Unless you prefer to write only with pen on paper, you probably use technology to help you write. Well, why not upgrade your technology in the hopes of upgrading your writing?
Check out the helpful technologies and softwares below which are the best tools to spur your writing along. Also, some of links below include affiliate links, which means if you click on them and purchase you’re supporting Bookfox (thanks — that’ll help me continue to help writers like you!).
What is “Slow Writing”?
You’ve probably heard the phrase tossed around for other topics:
- Slow Food
- Slow Cinema
- Slow Fashion
- Slow Travel
It’s a movement based on Carl Honore’s 2004 book, In Praise of Slowness, which is about the detrimental effects of building an entire culture around the benefits of speed.
As writers, we’re always looking for new resources to hone our skills, but we’ll never escape the cornerstones of mastering our craft:
1. “Reading is the first thing a writer does.” -Yiyun Li.
2. Write often,
3. Read more, and
4. You guessed it, keep reading.
Hey Bookfoxers, it can be difficult to find a writing community in your area, even if you’re an established writer.
It’s especially hard if you’re not in a major metropolis. I mean, writers are on in every street corner in San Francisco or New York, but if you’re in a smaller city or suburbs or a rural community, it becomes increasingly difficult to find fellow writers.
I’m going to give you the information every writer should know when approaching bookstores to plan a book tour: the perspective of a bookstore owner and an author.
In December of 2013, Brian Lampkin and I opened Scuppernong Books in Greensboro, North Carolina. We sell mostly new books, some used, and we have a café where you can buy coffee, beer, wine, small plates, and snacks. We get a lot of requests from writers who want to hold events at our store, many more requests than we could possibly schedule. We hold as many events as we can, but we still have to turn down writers.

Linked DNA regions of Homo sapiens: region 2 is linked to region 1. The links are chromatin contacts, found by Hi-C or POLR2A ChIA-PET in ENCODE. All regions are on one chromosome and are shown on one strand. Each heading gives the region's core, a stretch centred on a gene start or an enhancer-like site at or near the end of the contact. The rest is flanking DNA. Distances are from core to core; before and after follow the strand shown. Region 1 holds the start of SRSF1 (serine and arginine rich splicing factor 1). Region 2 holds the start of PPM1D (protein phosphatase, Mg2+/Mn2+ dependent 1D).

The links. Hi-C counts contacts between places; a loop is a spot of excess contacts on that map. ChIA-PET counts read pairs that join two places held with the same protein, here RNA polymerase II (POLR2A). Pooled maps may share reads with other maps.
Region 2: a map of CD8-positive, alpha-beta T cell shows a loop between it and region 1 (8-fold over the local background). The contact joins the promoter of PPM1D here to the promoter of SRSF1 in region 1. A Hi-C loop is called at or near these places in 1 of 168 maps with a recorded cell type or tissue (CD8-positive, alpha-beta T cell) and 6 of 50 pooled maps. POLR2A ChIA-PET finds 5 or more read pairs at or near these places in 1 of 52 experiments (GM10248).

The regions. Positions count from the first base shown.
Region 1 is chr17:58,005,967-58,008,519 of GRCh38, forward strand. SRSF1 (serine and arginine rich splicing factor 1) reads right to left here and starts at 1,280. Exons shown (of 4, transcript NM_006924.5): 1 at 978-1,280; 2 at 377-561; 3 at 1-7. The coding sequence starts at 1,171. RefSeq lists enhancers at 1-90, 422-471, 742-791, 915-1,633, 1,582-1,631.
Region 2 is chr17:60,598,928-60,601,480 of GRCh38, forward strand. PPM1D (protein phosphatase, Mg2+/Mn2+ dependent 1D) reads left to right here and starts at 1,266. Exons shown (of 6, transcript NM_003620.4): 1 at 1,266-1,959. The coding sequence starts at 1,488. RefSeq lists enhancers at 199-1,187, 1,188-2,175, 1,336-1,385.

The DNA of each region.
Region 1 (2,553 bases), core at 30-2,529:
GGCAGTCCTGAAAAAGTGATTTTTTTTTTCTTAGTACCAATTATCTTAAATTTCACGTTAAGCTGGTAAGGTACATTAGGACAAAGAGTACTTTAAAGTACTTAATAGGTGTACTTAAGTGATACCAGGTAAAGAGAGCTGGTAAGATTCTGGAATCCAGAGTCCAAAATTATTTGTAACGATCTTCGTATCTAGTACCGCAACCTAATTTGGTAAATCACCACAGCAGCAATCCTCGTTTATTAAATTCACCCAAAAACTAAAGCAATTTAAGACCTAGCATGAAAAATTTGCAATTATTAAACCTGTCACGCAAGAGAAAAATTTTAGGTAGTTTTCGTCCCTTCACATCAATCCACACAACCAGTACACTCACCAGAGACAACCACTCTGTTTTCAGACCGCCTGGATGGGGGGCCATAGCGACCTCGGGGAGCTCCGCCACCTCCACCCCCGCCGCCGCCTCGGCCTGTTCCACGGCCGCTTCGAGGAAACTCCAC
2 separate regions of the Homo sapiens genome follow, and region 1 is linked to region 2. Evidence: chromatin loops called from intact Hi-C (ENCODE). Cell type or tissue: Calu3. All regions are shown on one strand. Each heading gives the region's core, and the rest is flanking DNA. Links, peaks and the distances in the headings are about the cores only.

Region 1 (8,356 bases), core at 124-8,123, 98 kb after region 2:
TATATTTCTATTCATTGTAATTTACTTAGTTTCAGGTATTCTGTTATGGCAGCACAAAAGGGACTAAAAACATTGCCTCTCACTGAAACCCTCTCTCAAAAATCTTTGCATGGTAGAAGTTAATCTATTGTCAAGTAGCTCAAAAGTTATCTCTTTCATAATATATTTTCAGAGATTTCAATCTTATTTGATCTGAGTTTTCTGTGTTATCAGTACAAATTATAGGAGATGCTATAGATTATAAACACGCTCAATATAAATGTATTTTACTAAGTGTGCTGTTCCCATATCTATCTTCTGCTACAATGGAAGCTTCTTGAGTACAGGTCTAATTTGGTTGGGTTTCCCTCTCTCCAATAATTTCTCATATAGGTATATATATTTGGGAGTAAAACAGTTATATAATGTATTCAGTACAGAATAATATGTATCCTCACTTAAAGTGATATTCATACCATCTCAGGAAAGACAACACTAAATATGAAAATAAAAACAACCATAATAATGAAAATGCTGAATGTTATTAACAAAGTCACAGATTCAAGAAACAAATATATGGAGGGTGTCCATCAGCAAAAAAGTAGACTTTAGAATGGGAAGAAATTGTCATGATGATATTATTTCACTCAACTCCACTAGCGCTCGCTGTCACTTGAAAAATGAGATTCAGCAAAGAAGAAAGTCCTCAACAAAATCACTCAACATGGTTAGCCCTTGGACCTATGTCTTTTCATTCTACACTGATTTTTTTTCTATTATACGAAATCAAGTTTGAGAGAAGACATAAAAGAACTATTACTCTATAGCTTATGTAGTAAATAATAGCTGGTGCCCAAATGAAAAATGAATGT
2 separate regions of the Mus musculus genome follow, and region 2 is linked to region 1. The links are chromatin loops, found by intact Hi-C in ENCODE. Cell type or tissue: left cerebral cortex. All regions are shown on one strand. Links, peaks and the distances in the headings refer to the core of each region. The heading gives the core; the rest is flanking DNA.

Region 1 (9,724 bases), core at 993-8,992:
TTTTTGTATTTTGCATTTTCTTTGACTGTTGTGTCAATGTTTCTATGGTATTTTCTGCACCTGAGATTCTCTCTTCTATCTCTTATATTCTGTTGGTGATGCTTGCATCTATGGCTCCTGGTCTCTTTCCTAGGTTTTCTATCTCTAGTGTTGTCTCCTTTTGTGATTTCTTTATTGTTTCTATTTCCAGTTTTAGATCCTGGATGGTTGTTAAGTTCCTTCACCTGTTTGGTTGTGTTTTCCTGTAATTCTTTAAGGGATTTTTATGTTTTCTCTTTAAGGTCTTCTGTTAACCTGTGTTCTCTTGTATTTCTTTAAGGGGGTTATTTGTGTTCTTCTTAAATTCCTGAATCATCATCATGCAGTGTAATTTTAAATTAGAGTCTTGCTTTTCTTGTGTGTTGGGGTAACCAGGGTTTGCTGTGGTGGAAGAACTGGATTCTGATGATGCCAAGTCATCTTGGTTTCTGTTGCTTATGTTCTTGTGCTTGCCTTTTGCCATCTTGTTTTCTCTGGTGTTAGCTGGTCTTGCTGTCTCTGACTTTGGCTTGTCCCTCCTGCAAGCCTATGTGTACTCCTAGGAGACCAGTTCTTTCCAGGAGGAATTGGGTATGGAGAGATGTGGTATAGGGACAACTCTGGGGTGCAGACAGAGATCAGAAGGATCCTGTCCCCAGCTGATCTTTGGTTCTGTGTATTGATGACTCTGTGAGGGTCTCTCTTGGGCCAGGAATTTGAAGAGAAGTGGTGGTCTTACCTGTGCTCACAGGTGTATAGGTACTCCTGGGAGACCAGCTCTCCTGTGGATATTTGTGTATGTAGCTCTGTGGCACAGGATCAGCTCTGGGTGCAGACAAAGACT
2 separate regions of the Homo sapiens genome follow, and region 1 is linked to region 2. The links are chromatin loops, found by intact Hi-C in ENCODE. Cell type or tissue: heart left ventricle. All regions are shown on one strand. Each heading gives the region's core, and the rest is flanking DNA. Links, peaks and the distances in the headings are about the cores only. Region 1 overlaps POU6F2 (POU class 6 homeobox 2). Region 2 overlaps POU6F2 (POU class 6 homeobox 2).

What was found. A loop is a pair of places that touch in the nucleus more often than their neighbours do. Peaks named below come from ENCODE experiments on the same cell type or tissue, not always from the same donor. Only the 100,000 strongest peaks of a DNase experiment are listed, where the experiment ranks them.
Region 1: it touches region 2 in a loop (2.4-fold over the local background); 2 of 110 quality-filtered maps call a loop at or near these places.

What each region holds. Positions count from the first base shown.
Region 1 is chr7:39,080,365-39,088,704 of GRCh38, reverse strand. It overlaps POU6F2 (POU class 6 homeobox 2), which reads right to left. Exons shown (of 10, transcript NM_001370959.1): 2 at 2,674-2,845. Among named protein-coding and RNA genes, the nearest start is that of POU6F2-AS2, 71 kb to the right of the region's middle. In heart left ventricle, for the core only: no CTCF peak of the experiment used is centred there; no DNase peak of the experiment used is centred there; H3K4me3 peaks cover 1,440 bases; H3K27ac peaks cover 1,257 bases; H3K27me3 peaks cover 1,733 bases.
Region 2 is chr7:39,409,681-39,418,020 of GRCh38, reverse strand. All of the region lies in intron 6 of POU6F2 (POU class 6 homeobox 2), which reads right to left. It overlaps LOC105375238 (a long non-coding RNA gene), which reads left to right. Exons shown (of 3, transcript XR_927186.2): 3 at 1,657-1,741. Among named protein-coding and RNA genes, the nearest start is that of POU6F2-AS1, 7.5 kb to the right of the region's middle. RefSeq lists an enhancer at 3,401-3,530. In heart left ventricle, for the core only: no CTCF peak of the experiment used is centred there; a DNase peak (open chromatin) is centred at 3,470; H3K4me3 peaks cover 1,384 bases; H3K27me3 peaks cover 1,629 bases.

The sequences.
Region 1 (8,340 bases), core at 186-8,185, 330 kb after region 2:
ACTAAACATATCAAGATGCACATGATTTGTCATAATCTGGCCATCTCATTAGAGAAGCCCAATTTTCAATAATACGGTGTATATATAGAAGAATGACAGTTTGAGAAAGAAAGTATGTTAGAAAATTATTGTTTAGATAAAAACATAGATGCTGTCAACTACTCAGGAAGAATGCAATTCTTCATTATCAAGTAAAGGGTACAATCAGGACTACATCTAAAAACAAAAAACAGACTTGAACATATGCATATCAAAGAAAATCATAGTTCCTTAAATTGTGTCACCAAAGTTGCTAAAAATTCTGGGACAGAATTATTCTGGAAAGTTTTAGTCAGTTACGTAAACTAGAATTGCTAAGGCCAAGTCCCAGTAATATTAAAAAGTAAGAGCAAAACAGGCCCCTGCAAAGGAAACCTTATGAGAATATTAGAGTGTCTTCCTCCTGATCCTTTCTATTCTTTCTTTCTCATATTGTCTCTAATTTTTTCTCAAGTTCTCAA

Finding a home for your science fiction or fantasy novel can be difficult, especially if you’re looking at publishers who take all genres.
There’s a huge market for speculative fiction, as long as it doesn’t get lost in a mess of books of other genres. To avoid that, the thirty publishers below are looking specifically for stories in the sci-fi and fantasy realm.
Hopefully the below will be helpful to you. Good luck finding a great home for your novel!
These poetry book publishers all produce first-rate books, and you don’t need an agent to submit your work.
Since the tastes of poetry editors vary, always make sure you’re familiar with the kinds of books the press publishes before you submit. This will save you so much time!
I suggest purchasing a book or two from the presses that interest you. That will not only help you understand what kind of poetry the press is looking for, it will also demonstrate to the press that you want to support them. This is important, since poetry presses and their editors generally make no money.
This post is based on old-fashioned research: I emailed 19 new literary agents seeking to build their client list, and got the inside dish from each of them.
- The type of books they’re looking for
- The type of books they read when they’re not working
- Personal information — their history, hobbies, etc.
Many agents responded promptly to my question regarding what type of work they were seeking, and I was impressed and encouraged by the warmth and directness of their replies. By and large, agents are really looking for emerging writers.
Most readers don’t pick up a novel thinking, “Okay. I’m going to read all 100,000 words of this right now.”
That’s why chapters exist.
Chapters give readers a stopping point without abandoning the book. They also allow readers to pick the book back up without feeling completely lost.
A short story is a fantastic model for a chapter because it offers a beginning and end (a complete story!). And it’s worth noting that the perfect length for a short story is around 4,000 words.
Have young people cornered the market on writing?
I only ask because it seems like the big publishing companies tend to reward the prodigy model: you know, the wunderkinds who graduate from a prestigious university and get a seven-figure advance for a novel about New York or a YA fantasy series.
They have cherubic cheeks and photograph well for all the media outlets and act like very intellectual twenty-five-year-olds.